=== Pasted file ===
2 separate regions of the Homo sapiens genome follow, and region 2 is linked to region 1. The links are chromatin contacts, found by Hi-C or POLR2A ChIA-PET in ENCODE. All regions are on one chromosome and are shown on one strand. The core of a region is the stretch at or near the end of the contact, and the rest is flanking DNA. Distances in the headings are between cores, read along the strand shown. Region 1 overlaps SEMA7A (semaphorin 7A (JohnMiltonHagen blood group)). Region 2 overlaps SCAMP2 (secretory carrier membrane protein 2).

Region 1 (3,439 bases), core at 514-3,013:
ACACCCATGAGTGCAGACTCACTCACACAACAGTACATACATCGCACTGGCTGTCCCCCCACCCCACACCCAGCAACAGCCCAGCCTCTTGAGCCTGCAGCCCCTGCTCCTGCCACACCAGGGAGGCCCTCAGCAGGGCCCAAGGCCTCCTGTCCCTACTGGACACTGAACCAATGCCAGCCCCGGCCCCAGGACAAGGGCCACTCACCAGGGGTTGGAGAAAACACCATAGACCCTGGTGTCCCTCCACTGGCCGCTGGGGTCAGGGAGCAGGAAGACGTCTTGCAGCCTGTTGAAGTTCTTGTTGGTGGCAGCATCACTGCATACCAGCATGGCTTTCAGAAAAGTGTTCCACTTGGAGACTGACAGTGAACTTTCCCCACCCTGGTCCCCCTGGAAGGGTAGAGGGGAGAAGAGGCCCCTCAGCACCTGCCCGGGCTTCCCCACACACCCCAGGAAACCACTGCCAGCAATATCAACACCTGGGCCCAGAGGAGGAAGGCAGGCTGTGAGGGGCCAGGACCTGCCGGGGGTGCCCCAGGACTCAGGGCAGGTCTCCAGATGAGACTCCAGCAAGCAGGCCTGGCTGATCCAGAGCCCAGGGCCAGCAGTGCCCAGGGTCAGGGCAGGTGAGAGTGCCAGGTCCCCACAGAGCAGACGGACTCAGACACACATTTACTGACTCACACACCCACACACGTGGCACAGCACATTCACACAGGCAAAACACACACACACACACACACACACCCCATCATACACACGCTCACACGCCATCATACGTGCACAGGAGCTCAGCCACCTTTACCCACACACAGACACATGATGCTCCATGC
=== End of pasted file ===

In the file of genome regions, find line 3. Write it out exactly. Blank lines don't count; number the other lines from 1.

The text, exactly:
ACACCCATGAGTGCAGACTCACTCACACAACAGTACATACATCGCACTGGCTGTCCCCCCACCCCACACCCAGCAACAGCCCAGCCTCTTGAGCCTGCAGCCCCTGCTCCTGCCACACCAGGGAGGCCCTCAGCAGGGCCCAAGGCCTCCTGTCCCTACTGGACACTGAACCAATGCCAGCCCCGGCCCCAGGACAAGGGCCACTCACCAGGGGTTGGAGAAAACACCATAGACCCTGGTGTCCCTCCACTGGCCGCTGGGGTCAGGGAGCAGGAAGACGTCTTGCAGCCTGTTGAAGTTCTTGTTGGTGGCAGCATCACTGCATACCAGCATGGCTTTCAGAAAAGTGTTCCACTTGGAGACTGACAGTGAACTTTCCCCACCCTGGTCCCCCTGGAAGGGTAGAGGGGAGAAGAGGCCCCTCAGCACCTGCCCGGGCTTCCCCACACACCCCAGGAAACCACTGCCAGCAATATCAACACCTGGGCCCAGAGGAGGAAGGCAGGCTGTGAGGGGCCAGGACCTGCCGGGGGTGCCCCAGGACTCAGGGCAGGTCTCCAGATGAGACTCCAGCAAGCAGGCCTGGCTGATCCAGAGCCCAGGGCCAGCAGTGCCCAGGGTCAGGGCAGGTGAGAGTGCCAGGTCCCCACAGAGCAGACGGACTCAGACACACATTTACTGACTCACACACCCACACACGTGGCACAGCACATTCACACAGGCAAAACACACACACACACACACACACACCCCATCATACACACGCTCACACGCCATCATACGTGCACAGGAGCTCAGCCACCTTTACCCACACACAGACACATGATGCTCCATGC